Troubleshooting AX Performance Case of a Cloud VM Running out of Memory

Troubleshooting AX Performance Case of a Cloud VM Running out of Memory

Things were looking bad. Rather than running like a world class ERP application, AX seemed to be auditioning for a role for the longest slow motion action scene. The system was running out of memory(RAM). But it just didn’t make sense. The first reaction by the troubleshooting staff was to add more memory and processor. Then, Kernel updates, then AX updates, then uninstalls and reinstalls… Didn’t make a difference. What could it be? What was causing AX to run so slow? Why was this happening on multiple machines?

Don’t always trust what you see.

The first rule of troubleshooting AX in a cloud environment is to not always trust what you see or hear. Just because you hear that an environment has a bunch of RAM, doesn’t mean that AX has access to all of it.

My favorite tool of choice for this is RAMMAP from SysInternals. It basically looks at the RAM in the machine and maps it to applications showing you exactly how and where the physical Ram was used. So, I brought up RAMMAP and saw something like below. This isn’t exactly what I saw all that while ago, but I recently fixed a client who had the same exact issue on a Development machine in the cloud.

Can you see what was wrong? Drive locked means that even though a certain amount of Memory is available to the machine, a driver has taken a bunch of it. This is very common with printers or misconfigured virtual machines. In this case, it was a misconfigured virtual machine. If you click on the file details tab, it will show you who the culprit is. So, for example, in this example, the client had 16GB’s of RAM on the Development machine but 10 of it was being locked by the virtual machine. In reality, that only left a total of 6GB’s for the rest of the operating system (SQL, AX, everything).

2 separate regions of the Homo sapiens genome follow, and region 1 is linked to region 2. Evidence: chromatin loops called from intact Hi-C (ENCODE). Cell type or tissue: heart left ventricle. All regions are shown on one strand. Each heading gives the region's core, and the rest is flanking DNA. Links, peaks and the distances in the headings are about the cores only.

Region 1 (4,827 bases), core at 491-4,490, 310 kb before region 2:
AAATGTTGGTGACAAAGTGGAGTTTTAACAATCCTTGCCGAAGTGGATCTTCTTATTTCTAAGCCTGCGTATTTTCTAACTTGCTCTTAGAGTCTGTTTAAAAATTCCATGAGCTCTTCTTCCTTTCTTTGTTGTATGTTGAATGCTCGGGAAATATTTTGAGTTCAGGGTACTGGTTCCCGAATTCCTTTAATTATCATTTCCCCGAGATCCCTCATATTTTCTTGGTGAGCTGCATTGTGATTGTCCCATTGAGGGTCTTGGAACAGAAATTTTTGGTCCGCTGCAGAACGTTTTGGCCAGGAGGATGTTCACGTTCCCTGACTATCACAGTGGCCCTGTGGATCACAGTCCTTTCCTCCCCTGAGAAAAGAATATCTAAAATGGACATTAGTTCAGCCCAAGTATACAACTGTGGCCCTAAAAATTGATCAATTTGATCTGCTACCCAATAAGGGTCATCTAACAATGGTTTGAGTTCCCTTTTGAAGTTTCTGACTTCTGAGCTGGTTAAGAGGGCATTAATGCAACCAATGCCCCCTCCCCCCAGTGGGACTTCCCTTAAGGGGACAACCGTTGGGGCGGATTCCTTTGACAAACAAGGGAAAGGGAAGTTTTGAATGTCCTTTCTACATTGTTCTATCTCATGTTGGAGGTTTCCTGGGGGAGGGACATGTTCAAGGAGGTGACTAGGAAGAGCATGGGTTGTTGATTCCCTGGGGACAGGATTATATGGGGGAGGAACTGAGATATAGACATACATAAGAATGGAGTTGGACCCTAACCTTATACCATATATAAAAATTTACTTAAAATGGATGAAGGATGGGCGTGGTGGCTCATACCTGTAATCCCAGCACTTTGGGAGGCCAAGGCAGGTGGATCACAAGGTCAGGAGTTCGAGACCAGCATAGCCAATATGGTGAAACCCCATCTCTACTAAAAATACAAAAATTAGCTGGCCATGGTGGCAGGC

In the Case of the Client, the situation was far worse. Though the machine had 24GB’sof RAM, only 4GB’s were available. We corrected the poor virtual machine configurations and the machine ran faster. In other cases, watch out for universal print drivers. They love to steal memory from all the applications. Till next time…